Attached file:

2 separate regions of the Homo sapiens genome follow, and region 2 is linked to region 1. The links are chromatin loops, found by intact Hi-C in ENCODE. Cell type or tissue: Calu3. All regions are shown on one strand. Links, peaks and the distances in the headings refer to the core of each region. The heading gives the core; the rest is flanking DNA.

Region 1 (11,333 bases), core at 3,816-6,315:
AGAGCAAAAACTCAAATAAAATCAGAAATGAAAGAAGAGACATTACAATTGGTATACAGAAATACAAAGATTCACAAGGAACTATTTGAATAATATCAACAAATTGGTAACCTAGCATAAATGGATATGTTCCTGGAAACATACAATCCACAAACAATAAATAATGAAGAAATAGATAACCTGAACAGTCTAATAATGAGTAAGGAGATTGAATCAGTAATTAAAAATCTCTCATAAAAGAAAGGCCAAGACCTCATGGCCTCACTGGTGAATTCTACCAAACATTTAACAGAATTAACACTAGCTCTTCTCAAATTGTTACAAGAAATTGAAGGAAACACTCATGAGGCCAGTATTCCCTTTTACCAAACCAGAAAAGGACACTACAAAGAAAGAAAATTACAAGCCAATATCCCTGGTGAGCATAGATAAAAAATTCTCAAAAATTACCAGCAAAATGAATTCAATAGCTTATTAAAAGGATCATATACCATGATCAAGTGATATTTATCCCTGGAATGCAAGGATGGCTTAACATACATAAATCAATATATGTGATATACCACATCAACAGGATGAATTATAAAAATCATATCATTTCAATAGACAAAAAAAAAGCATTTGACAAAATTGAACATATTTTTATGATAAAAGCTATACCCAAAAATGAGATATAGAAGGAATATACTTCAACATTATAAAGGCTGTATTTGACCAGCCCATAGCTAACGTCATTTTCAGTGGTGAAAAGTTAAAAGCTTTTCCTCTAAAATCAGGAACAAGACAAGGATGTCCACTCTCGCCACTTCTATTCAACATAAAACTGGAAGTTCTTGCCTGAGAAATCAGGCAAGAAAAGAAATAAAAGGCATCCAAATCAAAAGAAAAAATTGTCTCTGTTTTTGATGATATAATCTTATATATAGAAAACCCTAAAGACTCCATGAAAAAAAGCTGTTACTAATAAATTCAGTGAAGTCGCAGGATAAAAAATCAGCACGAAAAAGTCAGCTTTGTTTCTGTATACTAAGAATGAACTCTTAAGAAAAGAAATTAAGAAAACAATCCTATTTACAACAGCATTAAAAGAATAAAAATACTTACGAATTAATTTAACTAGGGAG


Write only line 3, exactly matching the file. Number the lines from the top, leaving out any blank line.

AGAGCAAAAACTCAAATAAAATCAGAAATGAAAGAAGAGACATTACAATTGGTATACAGAAATACAAAGATTCACAAGGAACTATTTGAATAATATCAACAAATTGGTAACCTAGCATAAATGGATATGTTCCTGGAAACATACAATCCACAAACAATAAATAATGAAGAAATAGATAACCTGAACAGTCTAATAATGAGTAAGGAGATTGAATCAGTAATTAAAAATCTCTCATAAAAGAAAGGCCAAGACCTCATGGCCTCACTGGTGAATTCTACCAAACATTTAACAGAATTAACACTAGCTCTTCTCAAATTGTTACAAGAAATTGAAGGAAACACTCATGAGGCCAGTATTCCCTTTTACCAAACCAGAAAAGGACACTACAAAGAAAGAAAATTACAAGCCAATATCCCTGGTGAGCATAGATAAAAAATTCTCAAAAATTACCAGCAAAATGAATTCAATAGCTTATTAAAAGGATCATATACCATGATCAAGTGATATTTATCCCTGGAATGCAAGGATGGCTTAACATACATAAATCAATATATGTGATATACCACATCAACAGGATGAATTATAAAAATCATATCATTTCAATAGACAAAAAAAAAGCATTTGACAAAATTGAACATATTTTTATGATAAAAGCTATACCCAAAAATGAGATATAGAAGGAATATACTTCAACATTATAAAGGCTGTATTTGACCAGCCCATAGCTAACGTCATTTTCAGTGGTGAAAAGTTAAAAGCTTTTCCTCTAAAATCAGGAACAAGACAAGGATGTCCACTCTCGCCACTTCTATTCAACATAAAACTGGAAGTTCTTGCCTGAGAAATCAGGCAAGAAAAGAAATAAAAGGCATCCAAATCAAAAGAAAAAATTGTCTCTGTTTTTGATGATATAATCTTATATATAGAAAACCCTAAAGACTCCATGAAAAAAAGCTGTTACTAATAAATTCAGTGAAGTCGCAGGATAAAAAATCAGCACGAAAAAGTCAGCTTTGTTTCTGTATACTAAGAATGAACTCTTAAGAAAAGAAATTAAGAAAACAATCCTATTTACAACAGCATTAAAAGAATAAAAATACTTACGAATTAATTTAACTAGGGAG